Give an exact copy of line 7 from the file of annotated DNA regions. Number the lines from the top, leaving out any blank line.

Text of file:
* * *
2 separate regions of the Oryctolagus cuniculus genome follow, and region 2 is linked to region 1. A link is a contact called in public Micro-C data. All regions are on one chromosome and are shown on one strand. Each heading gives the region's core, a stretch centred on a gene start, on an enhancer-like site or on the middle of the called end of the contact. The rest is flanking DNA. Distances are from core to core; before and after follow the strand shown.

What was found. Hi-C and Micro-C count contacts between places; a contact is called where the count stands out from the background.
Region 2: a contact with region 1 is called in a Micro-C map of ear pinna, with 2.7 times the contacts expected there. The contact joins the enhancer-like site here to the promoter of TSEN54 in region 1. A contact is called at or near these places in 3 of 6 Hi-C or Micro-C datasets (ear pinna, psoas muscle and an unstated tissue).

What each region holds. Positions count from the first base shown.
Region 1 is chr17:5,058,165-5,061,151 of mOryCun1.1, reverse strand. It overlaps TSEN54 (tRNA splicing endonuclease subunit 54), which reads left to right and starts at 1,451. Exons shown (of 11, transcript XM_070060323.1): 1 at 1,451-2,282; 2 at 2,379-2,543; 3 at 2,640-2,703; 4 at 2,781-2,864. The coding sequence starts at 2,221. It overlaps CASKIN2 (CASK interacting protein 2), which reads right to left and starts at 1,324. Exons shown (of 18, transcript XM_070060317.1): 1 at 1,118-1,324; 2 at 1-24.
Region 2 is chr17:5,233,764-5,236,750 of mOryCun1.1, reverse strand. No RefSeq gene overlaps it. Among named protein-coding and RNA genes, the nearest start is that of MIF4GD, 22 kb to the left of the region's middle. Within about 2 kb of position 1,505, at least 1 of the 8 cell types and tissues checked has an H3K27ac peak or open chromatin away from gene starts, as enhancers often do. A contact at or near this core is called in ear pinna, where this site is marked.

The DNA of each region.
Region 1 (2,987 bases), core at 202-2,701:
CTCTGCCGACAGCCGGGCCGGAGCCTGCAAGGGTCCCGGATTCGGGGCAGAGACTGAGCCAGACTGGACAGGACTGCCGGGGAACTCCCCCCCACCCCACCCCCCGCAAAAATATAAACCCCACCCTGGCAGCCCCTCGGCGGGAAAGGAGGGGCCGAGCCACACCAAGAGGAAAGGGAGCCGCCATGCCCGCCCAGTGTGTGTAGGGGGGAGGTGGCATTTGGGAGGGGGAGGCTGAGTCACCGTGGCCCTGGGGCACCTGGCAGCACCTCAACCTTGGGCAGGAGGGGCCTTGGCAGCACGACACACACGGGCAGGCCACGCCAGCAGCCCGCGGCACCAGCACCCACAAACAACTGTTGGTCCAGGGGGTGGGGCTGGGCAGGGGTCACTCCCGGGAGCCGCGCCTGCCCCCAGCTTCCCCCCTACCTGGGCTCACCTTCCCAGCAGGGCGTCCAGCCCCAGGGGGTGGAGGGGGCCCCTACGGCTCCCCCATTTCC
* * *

The DNA of each region.